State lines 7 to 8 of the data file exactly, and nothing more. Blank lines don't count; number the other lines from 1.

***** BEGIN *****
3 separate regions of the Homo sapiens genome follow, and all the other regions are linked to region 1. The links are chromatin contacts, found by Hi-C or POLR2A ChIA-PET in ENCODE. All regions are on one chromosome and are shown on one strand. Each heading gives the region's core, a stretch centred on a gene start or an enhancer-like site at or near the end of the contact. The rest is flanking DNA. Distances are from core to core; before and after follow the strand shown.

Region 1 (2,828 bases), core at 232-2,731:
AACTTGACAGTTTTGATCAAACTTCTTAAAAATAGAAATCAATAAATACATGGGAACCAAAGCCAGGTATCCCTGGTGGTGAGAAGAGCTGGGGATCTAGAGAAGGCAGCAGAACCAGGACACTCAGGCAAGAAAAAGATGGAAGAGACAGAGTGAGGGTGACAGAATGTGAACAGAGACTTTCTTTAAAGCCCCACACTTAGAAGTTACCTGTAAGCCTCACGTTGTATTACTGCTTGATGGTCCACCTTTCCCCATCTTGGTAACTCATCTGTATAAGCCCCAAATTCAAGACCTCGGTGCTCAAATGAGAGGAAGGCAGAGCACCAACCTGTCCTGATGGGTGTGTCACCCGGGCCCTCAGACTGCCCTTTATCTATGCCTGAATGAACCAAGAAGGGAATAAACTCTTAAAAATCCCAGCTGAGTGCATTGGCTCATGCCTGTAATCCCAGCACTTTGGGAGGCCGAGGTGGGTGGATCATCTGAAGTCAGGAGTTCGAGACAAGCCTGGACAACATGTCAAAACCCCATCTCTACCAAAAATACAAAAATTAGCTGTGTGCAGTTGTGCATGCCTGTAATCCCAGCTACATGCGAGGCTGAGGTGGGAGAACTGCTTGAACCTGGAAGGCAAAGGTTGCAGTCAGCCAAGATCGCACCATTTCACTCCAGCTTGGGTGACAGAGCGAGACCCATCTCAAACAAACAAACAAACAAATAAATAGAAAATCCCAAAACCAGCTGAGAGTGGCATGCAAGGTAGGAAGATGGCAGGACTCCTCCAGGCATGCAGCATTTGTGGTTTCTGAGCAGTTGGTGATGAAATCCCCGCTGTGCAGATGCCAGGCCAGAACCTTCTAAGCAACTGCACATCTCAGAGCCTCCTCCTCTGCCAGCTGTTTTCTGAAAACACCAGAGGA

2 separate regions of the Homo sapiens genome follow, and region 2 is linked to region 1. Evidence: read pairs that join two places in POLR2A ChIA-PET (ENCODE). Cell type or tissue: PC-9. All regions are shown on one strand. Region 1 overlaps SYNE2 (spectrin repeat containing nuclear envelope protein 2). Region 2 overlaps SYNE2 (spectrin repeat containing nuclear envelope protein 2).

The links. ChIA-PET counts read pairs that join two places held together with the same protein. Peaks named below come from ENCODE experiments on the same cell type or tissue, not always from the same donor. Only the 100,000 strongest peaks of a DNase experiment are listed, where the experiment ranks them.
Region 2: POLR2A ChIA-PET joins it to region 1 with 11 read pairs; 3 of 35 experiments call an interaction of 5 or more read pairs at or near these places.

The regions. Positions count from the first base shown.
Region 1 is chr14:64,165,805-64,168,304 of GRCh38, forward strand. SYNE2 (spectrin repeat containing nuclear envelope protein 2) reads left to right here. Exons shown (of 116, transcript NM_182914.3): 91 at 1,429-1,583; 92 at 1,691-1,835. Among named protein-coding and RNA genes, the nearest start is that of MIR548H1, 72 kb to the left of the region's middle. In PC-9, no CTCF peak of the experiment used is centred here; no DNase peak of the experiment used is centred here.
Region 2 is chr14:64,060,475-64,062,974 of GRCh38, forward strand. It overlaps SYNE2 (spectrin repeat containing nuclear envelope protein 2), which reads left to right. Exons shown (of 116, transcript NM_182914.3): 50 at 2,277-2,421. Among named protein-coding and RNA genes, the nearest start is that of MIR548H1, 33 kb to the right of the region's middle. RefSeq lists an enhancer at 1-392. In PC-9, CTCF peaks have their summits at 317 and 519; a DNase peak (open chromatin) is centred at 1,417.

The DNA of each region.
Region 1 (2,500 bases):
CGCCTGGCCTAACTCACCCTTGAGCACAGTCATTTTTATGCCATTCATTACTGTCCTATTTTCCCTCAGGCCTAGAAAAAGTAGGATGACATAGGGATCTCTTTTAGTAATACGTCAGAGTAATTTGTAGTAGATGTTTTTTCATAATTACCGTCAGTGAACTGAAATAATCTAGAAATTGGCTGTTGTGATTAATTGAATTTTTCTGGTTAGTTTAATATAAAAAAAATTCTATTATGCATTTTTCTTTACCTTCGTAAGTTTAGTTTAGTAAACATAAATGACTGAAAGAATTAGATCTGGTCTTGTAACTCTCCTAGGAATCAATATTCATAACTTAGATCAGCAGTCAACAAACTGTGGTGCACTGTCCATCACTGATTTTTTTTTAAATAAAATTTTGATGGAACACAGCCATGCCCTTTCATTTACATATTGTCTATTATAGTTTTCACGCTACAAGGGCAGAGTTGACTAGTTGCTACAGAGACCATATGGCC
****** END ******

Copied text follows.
The regions. Positions count from the first base shown.
Region 1 is chr14:64,165,805-64,168,304 of GRCh38, forward strand. SYNE2 (spectrin repeat containing nuclear envelope protein 2) reads left to right here. Exons shown (of 116, transcript NM_182914.3): 91 at 1,429-1,583; 92 at 1,691-1,835. Among named protein-coding and RNA genes, the nearest start is that of MIR548H1, 72 kb to the left of the region's middle. In PC-9, no CTCF peak of the experiment used is centred here; no DNase peak of the experiment used is centred here.